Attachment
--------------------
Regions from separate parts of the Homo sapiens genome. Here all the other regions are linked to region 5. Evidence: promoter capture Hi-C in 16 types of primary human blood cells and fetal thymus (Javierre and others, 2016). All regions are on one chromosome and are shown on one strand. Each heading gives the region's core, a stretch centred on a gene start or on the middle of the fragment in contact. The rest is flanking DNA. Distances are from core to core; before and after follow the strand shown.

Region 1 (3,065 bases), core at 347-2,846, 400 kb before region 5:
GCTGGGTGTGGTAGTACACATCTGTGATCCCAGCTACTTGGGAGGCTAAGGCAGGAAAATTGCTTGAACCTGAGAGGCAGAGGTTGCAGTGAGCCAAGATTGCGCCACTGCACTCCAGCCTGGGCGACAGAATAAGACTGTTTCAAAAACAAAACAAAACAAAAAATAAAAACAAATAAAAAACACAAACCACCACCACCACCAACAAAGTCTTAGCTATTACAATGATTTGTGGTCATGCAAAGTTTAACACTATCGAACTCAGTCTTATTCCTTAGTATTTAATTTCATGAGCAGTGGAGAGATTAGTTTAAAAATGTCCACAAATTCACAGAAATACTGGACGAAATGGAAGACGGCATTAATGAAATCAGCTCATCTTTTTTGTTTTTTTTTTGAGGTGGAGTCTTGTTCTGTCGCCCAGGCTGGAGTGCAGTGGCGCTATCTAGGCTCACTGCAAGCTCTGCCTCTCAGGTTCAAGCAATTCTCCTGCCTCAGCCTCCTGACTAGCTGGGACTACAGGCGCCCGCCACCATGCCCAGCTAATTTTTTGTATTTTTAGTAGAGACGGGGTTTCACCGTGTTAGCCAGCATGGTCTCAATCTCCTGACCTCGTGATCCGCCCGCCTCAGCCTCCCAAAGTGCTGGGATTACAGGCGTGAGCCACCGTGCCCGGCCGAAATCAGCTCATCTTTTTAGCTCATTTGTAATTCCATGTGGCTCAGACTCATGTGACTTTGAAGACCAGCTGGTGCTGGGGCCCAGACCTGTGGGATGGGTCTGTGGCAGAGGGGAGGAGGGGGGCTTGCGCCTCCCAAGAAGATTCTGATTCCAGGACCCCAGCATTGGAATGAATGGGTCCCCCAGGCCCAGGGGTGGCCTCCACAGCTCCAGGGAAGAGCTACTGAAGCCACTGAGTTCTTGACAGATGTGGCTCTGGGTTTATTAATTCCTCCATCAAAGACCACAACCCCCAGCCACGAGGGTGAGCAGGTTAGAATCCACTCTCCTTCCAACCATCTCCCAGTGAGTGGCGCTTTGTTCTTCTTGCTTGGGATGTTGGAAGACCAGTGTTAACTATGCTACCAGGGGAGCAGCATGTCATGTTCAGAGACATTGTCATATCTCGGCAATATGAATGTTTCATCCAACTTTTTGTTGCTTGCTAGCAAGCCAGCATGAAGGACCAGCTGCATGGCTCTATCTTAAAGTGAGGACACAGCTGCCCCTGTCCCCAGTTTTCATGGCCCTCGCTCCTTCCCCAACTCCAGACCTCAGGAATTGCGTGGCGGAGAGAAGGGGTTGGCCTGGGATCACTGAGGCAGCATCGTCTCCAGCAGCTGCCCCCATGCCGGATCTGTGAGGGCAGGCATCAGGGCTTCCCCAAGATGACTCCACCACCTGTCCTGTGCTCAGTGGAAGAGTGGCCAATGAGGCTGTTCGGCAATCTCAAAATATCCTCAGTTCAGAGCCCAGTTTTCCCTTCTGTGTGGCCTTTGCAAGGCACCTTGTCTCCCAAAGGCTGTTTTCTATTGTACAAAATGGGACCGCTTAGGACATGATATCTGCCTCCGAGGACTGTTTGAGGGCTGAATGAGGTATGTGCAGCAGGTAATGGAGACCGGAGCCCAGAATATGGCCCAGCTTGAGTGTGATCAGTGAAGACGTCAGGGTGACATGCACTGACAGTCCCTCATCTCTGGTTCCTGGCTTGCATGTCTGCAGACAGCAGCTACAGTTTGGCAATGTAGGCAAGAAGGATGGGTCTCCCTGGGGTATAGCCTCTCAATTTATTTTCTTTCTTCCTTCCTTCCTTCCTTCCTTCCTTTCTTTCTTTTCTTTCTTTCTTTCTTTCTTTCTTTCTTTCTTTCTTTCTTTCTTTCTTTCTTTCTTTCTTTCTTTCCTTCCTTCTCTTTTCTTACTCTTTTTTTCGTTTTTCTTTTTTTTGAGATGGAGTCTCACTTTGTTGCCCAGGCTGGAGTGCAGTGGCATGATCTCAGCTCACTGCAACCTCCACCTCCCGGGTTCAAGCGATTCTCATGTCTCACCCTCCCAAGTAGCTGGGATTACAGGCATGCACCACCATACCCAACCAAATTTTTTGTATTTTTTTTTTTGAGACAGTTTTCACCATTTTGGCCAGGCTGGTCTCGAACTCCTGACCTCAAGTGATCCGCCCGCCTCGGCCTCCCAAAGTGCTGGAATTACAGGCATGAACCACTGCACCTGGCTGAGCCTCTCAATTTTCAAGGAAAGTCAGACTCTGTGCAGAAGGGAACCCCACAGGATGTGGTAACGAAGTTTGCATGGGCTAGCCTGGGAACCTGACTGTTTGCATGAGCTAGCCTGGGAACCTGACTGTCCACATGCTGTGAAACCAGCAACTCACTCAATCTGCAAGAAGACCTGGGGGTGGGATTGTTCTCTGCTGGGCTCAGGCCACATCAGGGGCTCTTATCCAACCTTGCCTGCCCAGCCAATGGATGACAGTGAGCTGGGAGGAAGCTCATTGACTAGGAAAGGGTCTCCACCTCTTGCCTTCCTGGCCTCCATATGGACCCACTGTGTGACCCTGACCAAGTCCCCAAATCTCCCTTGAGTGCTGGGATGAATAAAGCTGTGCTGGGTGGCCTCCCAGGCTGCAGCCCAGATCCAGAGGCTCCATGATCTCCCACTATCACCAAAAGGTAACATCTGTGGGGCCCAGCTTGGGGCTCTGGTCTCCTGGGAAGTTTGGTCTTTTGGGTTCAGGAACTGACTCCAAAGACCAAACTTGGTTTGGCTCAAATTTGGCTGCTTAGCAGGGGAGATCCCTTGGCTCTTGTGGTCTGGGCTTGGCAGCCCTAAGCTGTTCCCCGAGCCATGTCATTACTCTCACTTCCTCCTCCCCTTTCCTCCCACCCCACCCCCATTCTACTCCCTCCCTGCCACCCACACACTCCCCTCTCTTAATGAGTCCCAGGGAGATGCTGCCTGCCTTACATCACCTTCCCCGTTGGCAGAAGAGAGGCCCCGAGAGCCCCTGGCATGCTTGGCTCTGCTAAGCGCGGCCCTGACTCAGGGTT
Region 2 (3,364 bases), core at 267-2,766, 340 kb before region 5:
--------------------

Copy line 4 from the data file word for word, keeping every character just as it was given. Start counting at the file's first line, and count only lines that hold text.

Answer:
Region 2 (3,364 bases), core at 267-2,766, 340 kb before region 5: